DP8732 Network Cognition
|Author(s):||Roberta Dessí, Edoardo Gallo, Sanjeev Goyal|
|Publication Date:||January 2012|
|Keyword(s):||cognition, social networks|
|Programme Areas:||Industrial Organization|
|Link to this Page:||cepr.org/active/publications/discussion_papers/dp.php?dpno=8732|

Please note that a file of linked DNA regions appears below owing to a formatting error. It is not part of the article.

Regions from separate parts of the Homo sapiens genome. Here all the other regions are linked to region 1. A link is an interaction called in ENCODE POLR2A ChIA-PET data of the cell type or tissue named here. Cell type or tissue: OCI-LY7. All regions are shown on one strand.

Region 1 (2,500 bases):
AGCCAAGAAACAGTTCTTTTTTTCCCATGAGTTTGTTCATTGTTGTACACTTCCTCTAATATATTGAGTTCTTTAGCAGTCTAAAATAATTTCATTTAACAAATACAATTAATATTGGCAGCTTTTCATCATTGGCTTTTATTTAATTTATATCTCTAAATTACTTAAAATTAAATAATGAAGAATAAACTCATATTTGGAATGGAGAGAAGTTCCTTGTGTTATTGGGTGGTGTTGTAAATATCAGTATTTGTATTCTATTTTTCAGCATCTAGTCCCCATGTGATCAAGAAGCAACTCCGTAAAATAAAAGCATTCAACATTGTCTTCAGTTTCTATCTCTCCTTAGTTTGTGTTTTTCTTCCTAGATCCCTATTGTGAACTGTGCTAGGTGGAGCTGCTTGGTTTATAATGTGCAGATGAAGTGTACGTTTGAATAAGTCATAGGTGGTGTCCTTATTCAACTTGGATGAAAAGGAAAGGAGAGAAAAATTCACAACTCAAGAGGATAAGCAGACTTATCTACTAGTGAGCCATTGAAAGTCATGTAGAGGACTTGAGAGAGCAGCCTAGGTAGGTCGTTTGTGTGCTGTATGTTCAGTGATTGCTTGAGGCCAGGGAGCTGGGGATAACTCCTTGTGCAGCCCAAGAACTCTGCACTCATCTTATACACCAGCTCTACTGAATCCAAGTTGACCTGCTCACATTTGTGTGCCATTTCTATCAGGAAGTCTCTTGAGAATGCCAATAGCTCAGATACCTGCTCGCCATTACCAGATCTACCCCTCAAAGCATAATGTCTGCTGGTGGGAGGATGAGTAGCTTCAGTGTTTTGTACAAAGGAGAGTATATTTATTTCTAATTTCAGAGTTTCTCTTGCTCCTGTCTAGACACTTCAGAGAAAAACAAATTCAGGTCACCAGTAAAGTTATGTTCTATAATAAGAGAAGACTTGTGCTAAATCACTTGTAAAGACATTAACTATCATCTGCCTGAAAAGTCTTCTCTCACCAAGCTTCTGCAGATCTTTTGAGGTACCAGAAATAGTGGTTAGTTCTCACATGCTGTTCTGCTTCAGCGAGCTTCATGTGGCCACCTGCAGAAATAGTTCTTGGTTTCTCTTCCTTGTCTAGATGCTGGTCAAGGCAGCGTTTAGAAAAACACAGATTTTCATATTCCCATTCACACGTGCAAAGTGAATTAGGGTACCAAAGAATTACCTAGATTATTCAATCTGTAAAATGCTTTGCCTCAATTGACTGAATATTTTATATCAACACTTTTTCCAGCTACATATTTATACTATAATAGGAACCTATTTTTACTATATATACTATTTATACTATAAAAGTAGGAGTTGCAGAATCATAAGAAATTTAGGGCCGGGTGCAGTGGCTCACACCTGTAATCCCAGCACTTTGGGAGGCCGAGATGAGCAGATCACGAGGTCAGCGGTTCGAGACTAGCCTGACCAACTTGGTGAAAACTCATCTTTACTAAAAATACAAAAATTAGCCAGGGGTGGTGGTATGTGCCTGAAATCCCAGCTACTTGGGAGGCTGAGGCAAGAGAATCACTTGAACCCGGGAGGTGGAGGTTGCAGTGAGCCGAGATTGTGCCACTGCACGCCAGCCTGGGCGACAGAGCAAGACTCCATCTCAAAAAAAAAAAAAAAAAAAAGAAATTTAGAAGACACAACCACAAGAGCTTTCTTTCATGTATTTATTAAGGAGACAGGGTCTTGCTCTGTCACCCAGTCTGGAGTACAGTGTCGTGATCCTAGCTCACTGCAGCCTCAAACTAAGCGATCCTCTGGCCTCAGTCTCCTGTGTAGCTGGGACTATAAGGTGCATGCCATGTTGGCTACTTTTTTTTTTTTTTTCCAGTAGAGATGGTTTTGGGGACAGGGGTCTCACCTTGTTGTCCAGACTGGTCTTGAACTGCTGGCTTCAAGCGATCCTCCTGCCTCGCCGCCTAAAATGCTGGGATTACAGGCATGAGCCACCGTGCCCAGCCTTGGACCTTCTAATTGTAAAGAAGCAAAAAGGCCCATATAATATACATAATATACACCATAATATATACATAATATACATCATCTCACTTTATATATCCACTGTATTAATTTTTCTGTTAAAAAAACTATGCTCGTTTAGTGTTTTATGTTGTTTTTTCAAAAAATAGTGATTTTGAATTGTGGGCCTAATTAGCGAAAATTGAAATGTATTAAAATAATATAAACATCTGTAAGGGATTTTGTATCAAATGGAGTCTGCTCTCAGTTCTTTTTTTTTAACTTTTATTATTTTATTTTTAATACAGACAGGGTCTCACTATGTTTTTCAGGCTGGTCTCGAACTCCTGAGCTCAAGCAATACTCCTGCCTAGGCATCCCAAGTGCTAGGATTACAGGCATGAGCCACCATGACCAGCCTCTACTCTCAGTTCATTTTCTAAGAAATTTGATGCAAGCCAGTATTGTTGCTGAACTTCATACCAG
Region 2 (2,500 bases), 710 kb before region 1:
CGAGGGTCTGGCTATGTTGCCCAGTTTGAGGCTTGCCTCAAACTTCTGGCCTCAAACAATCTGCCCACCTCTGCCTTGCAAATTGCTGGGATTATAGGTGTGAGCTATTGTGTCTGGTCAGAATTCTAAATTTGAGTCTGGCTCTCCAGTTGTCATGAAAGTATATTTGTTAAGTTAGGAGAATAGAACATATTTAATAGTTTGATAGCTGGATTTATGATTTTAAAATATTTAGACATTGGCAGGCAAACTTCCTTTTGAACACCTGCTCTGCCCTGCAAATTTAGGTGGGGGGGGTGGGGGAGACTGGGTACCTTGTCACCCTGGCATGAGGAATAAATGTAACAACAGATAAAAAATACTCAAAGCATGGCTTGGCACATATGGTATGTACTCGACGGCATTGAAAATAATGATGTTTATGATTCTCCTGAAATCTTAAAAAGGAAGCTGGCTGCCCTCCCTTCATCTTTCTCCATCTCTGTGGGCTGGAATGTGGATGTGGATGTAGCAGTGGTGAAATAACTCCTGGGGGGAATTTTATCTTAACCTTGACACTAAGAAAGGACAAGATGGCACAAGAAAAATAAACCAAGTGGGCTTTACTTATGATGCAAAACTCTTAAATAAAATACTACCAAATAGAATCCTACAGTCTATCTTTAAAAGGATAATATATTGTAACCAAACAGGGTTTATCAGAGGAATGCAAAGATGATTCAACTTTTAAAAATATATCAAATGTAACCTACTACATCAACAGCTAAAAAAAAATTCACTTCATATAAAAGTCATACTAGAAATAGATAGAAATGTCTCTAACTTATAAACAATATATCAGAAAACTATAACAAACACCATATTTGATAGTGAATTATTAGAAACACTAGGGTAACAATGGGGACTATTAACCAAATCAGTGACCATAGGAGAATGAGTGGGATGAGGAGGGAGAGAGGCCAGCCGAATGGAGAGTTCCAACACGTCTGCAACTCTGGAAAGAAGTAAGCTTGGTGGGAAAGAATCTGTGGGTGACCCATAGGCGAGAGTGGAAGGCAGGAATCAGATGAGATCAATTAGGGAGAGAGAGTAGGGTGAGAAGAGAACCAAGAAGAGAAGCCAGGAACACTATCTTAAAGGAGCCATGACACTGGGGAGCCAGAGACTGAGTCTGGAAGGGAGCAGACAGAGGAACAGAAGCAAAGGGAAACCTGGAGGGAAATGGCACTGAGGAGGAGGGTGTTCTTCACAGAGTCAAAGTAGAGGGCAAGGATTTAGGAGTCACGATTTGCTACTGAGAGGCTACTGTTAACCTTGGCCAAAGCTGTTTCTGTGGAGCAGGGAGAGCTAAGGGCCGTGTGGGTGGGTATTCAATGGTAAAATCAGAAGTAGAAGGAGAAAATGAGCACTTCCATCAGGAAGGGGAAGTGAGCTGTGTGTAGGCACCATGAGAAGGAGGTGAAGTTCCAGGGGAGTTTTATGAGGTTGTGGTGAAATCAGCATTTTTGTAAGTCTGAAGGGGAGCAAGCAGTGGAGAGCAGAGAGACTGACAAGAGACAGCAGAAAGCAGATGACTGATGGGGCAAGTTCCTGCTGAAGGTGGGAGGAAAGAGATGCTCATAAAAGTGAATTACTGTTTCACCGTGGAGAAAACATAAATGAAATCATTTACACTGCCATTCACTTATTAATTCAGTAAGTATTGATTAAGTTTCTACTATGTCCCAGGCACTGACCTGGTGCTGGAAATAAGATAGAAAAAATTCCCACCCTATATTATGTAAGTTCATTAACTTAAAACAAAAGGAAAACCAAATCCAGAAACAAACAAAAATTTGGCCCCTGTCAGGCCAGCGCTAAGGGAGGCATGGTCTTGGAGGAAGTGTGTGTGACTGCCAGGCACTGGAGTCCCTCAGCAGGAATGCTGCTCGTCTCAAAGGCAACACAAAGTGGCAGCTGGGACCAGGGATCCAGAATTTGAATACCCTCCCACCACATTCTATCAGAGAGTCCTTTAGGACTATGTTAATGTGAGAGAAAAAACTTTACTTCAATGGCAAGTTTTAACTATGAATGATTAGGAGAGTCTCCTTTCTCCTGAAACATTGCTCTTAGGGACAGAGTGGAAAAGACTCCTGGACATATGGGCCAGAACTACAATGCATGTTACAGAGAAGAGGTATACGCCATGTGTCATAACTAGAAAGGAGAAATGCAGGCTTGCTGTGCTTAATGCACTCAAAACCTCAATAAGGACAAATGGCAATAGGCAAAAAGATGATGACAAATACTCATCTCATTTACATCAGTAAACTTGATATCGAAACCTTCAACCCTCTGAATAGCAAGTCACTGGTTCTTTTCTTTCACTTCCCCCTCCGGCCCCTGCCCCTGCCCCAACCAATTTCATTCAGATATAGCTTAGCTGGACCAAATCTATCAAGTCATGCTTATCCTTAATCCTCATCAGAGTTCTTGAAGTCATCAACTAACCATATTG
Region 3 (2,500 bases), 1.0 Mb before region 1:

We study individual ability to memorize and recall information about friendship networks using a combination of experiments and survey-based data. In the experiment subjects are shown a network, in which their location is exogenously assigned, and they are then asked questions about the network after it disappears. We find that subjects exhibit two main cognitive biases: (i) they underestimate the mean degree compared to the actual network and (ii) they underestimate (overestimate) the number of frequent (rare) degrees. We then analyze survey data from two `real' friendship networks from a Silicon Valley firm and from a University Research Center. We find, somewhat remarkably, that individuals in these real networks also exhibit these biases. The experiments yield three further findings: (iii) network cognition is affected by the subject's location, (iv) the accuracy of network cognition varies with the nature of the network, and (v) limitations in network cognition have payoff implications.